- Addition of carbohydrates
When the tinman gene has a mutation, ...
the transcription factor is not produced and the heart doesn't develop
What are the three major types of gene mutations?
- Base substitution
- Base insertion
- Base deletion
Purine to purine mutations are
The phenotypic effects of base mutations are:
- Silent mutations
A neutral mutation is:
a missense mutation that alters the amino acid, but does not change its function
Examples of spontaneous mutations are
- Unequal crossing over
A base analog is
a chemical with a structure similar to any of the four standard bases
Chemical mutagens include
- EMS: alkylation
- Nitrous acid: deamination
- Hydroxylamine: hydroxylation
molecules which insert into DNA in place of nitrogenous bases causing insertions and deletions, e.g. proflavin and acridine orange
1927: showed mutations in fruit flies inducible by radiation
x-rays, gamma rays, cosmic rays
alter base structure, break phosphodiester bonds, and even cause double-strand breaks
less energy, but still mutagenic
can be caused by UV light; create covalent bonds between bases which block replication
eukaryotic system of eta polymerase that can bypass pyrimidine dimers
Four mechanisms of DNA repair are:
- Mismatch repair
- Direct repair
- Base excision
- Nucleotide excision
Replication errors, including mispaired bases and strand slippage
Pyrimidine dimers; other specific types of alterations
Abnormal bases, modified bases, and pyrimidine dimers
DNA damage that distors the double helix, including abnormal bases, modified bases, and pyrimidine dimers
Mismatch repair Mechanism
- Detects 3D distortion
- cuts out distored part with exonuclease
- fill in using original strand as template with DNA polymerase
- repairs nicks with DNA ligase
- Methylation at GATC sequence on old strand for differentiation
removes nucleotides usually at end of DNA strand
seals nick in sugar-phosphate backbone
Direct Repair Mechanism
- Converts modified nucleotides to original form
- e.g. O6-Methyltransferase removes methyl group restoring base to guanine
- e.g. photolyase uses light to break covalent bonds that link pyrimidine dimers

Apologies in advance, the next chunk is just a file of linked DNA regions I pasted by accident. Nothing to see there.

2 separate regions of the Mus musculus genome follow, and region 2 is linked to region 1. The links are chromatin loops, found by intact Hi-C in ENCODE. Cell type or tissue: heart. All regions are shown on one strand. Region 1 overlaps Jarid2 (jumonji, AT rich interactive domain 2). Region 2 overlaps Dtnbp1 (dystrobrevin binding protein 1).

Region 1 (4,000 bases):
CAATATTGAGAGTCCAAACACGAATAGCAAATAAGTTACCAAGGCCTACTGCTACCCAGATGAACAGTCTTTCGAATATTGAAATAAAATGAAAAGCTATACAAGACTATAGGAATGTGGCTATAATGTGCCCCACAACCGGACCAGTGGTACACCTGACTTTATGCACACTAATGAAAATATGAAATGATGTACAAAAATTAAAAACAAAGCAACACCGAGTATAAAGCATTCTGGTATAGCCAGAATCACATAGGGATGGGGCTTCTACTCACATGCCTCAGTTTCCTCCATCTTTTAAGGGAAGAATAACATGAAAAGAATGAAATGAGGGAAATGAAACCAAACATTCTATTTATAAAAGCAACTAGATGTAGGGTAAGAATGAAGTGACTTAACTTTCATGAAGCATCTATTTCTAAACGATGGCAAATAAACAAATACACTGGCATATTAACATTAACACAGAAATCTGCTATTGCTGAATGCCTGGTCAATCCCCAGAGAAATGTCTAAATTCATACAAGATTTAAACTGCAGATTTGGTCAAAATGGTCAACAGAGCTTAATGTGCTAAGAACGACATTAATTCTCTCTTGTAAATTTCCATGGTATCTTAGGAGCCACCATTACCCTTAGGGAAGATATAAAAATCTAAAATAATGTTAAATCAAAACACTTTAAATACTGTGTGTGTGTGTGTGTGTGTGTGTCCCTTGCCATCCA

an enzyme that uses light energy to break covalent bonds in pyrimidine dimers
Base-excision repair mechanism
- Excises modified bases and then replaces entire nucleotide
- DNA glycosylase recognizes and removes damaged base
- AP endonuclease cleaves phosphodiester bond on 5' site and removes sugar
- DNA polymerase adds new nucleotide to 3'
- DNA ligase fixes nick in sugar-phosphate backbone
removes nucleotide usually in middle of DNA strand
Nucleotide-excision repair mechanism
- Enzyme complex recognizes 3D distortion
- DNA strand is separated and stabilized with binding proteins
- An enzyme cleaves the strand on both sides of the damage
- Part of damage strand is removed
- Gap filled by DNA polymerase
- Sealed by DNA ligase
A type of genetic recombination in which nucleotide sequences are exchanged between two similar or identical molecules of DNA. It is most widely used by cells to accurately repair harmful breaks that occur on both strands of DNA, known as double-strand breaks.
Two DNA strands are connected thru covalent bonds. Not much know about this.
Common Mechanisms for Nucleotide removal
Damaged section of DNA is recognized
DNA repair endonucleases nick phosphodiester backbone on one or both sides of the DNA damage and one or more nucleotides are removed
DNA polymerase addes nucleotides to the newly exposed 3'-OH group by using the other strand as a template and replacing the damaged nucleotides
DNA ligase seals the nices in the sugar-phoshate backbone
Differences in Mechanisms for Nucleotide removal
How detection and excision are accomplished
autosomal recessive condition caused by nonfunctional repair mechanism for pyrimidine dimers
1973, Cohen and Boyer at UCSF
Created first recombinant DNA molecule
Recombinant DNA technology
Set of molecular techniques for locating, isolating, altering, and studying DNA segments
Stemps requiring Recombinant DNA techniques
- Find gene
- Separate gene
- Make copies of gene
- Insert gene into plasmid without degredation
- Induce bacteria to take up plasmid
- Select bacteria that take up plasmid
- Enzymes that recognize and make double-strand cuts in DNA at specific nucleotide sequences
- Produced naturally by bacteria to defend against viruses
Type I and III Restriction enzymes
Cut outside recognition sequence
Type II restriction enzyme